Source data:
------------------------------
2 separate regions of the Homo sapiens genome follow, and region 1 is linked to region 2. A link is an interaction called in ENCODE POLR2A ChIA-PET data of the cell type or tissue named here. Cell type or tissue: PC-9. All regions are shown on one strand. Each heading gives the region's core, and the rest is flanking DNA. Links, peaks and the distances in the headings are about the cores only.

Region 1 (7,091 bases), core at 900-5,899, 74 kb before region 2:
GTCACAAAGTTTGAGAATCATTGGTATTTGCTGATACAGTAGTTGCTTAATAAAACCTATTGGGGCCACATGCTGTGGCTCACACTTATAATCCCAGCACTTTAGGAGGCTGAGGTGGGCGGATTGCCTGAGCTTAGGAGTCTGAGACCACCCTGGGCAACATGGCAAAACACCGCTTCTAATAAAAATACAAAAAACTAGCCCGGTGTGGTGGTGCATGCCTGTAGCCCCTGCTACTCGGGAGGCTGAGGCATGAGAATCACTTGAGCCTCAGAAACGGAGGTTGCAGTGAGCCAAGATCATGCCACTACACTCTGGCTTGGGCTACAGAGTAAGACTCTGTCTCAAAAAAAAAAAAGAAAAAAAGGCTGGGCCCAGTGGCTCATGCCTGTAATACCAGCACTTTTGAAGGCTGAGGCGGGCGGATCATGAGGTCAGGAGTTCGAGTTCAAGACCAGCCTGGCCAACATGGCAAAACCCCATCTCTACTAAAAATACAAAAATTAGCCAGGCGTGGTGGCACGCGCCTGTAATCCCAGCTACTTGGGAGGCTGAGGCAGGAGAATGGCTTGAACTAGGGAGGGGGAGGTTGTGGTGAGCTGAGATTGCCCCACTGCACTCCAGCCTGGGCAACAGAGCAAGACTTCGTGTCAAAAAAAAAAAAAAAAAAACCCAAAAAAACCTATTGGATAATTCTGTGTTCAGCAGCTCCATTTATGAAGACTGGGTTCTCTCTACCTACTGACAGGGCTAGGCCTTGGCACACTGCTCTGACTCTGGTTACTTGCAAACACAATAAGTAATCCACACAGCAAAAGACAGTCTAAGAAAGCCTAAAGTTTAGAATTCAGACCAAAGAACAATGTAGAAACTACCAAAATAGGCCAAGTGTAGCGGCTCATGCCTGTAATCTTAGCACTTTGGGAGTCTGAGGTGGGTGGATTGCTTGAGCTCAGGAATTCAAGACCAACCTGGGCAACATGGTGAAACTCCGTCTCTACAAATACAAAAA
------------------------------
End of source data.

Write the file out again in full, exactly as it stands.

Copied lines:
2 separate regions of the Homo sapiens genome follow, and region 1 is linked to region 2. A link is an interaction called in ENCODE POLR2A ChIA-PET data of the cell type or tissue named here. Cell type or tissue: PC-9. All regions are shown on one strand. Each heading gives the region's core, and the rest is flanking DNA. Links, peaks and the distances in the headings are about the cores only.

Region 1 (7,091 bases), core at 900-5,899, 74 kb before region 2:
GTCACAAAGTTTGAGAATCATTGGTATTTGCTGATACAGTAGTTGCTTAATAAAACCTATTGGGGCCACATGCTGTGGCTCACACTTATAATCCCAGCACTTTAGGAGGCTGAGGTGGGCGGATTGCCTGAGCTTAGGAGTCTGAGACCACCCTGGGCAACATGGCAAAACACCGCTTCTAATAAAAATACAAAAAACTAGCCCGGTGTGGTGGTGCATGCCTGTAGCCCCTGCTACTCGGGAGGCTGAGGCATGAGAATCACTTGAGCCTCAGAAACGGAGGTTGCAGTGAGCCAAGATCATGCCACTACACTCTGGCTTGGGCTACAGAGTAAGACTCTGTCTCAAAAAAAAAAAAGAAAAAAAGGCTGGGCCCAGTGGCTCATGCCTGTAATACCAGCACTTTTGAAGGCTGAGGCGGGCGGATCATGAGGTCAGGAGTTCGAGTTCAAGACCAGCCTGGCCAACATGGCAAAACCCCATCTCTACTAAAAATACAAAAATTAGCCAGGCGTGGTGGCACGCGCCTGTAATCCCAGCTACTTGGGAGGCTGAGGCAGGAGAATGGCTTGAACTAGGGAGGGGGAGGTTGTGGTGAGCTGAGATTGCCCCACTGCACTCCAGCCTGGGCAACAGAGCAAGACTTCGTGTCAAAAAAAAAAAAAAAAAAACCCAAAAAAACCTATTGGATAATTCTGTGTTCAGCAGCTCCATTTATGAAGACTGGGTTCTCTCTACCTACTGACAGGGCTAGGCCTTGGCACACTGCTCTGACTCTGGTTACTTGCAAACACAATAAGTAATCCACACAGCAAAAGACAGTCTAAGAAAGCCTAAAGTTTAGAATTCAGACCAAAGAACAATGTAGAAACTACCAAAATAGGCCAAGTGTAGCGGCTCATGCCTGTAATCTTAGCACTTTGGGAGTCTGAGGTGGGTGGATTGCTTGAGCTCAGGAATTCAAGACCAACCTGGGCAACATGGTGAAACTCCGTCTCTACAAATACAAAAA